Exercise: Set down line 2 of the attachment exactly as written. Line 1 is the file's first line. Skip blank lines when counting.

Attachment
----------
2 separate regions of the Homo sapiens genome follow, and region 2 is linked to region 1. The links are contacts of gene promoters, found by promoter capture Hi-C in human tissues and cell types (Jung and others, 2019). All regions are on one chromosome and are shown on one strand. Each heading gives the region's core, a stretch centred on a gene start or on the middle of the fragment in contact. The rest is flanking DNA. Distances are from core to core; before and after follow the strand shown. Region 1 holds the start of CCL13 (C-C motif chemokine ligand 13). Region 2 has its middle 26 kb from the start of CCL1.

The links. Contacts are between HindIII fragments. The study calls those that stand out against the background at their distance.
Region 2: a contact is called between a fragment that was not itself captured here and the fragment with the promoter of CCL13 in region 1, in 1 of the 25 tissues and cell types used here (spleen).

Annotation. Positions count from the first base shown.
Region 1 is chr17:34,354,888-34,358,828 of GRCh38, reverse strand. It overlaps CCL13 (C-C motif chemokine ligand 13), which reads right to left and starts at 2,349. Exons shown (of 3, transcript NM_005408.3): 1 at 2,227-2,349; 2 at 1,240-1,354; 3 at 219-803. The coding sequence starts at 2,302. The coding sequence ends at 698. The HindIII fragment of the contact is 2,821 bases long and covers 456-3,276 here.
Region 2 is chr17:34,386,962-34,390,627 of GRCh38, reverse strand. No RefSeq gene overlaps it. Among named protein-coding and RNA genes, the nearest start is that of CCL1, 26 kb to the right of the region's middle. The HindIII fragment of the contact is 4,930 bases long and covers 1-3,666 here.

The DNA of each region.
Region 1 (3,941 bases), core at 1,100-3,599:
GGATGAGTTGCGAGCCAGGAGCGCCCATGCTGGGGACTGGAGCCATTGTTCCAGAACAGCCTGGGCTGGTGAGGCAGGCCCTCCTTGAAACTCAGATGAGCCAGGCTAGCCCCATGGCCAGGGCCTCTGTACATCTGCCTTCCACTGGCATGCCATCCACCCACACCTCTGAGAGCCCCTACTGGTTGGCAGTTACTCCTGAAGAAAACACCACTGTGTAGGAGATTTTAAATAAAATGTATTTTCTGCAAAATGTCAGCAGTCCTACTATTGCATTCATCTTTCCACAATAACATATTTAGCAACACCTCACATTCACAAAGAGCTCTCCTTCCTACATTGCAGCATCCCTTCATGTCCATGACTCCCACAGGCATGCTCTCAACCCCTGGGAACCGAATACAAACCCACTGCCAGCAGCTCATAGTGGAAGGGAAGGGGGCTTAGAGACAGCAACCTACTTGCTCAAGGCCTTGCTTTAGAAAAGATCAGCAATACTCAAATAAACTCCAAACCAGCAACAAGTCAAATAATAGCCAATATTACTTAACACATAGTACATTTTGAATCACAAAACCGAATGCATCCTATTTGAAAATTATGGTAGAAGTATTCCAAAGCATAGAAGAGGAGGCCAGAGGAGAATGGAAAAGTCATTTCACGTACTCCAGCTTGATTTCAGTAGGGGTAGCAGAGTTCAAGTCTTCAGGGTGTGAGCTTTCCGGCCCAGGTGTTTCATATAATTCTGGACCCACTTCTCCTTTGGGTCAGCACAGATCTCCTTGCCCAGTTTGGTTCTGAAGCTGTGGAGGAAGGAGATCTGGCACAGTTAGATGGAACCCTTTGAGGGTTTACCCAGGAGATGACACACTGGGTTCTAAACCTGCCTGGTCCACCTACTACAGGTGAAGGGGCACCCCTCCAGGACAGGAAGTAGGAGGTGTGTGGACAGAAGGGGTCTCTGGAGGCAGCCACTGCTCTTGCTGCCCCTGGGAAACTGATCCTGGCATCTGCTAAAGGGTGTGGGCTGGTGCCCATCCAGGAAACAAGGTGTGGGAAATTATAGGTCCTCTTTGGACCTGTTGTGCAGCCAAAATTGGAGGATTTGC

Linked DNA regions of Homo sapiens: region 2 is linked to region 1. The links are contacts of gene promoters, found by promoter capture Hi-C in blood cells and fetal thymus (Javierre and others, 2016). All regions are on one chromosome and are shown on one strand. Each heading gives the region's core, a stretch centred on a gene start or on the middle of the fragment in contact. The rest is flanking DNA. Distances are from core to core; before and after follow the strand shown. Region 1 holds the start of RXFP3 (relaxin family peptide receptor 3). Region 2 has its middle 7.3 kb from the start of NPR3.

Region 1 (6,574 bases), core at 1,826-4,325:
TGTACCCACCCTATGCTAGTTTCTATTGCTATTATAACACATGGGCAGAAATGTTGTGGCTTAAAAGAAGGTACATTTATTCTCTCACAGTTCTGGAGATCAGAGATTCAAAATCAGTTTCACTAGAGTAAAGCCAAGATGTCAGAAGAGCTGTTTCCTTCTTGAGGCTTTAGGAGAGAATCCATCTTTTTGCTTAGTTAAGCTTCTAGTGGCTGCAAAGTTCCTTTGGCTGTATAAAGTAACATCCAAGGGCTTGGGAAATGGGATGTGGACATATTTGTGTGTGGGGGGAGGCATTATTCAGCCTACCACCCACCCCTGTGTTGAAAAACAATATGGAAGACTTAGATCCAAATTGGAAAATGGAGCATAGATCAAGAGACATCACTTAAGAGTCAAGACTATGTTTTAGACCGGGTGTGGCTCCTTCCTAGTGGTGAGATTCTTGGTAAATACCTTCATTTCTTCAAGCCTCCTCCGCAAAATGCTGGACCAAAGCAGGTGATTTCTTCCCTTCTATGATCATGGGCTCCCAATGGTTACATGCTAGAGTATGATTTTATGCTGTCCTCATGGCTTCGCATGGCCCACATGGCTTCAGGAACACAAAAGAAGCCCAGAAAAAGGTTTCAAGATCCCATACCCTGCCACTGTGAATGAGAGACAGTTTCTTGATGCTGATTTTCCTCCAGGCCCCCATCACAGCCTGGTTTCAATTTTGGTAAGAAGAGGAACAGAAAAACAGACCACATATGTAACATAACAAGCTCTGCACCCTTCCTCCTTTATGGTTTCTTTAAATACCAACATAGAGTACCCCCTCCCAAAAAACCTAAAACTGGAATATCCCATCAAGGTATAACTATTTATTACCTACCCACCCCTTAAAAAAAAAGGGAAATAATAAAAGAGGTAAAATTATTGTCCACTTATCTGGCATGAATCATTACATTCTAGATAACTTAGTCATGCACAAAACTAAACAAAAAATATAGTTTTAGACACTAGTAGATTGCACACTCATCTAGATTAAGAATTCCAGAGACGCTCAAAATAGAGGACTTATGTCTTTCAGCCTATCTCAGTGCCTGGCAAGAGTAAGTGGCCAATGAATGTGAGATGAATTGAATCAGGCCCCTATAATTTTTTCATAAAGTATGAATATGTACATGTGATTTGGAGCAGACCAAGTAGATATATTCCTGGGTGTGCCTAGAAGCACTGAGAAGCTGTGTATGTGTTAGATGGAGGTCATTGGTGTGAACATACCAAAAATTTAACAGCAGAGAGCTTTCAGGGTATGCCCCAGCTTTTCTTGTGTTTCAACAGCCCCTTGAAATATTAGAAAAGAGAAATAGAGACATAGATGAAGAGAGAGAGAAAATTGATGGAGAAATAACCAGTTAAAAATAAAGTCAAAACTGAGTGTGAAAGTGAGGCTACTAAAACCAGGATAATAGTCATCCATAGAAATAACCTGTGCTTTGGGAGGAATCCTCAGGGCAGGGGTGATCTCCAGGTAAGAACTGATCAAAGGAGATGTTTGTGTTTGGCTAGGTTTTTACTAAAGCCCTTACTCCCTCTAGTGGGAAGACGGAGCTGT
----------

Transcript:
The links. Contacts are between HindIII fragments. The study calls those that stand out against the background at their distance.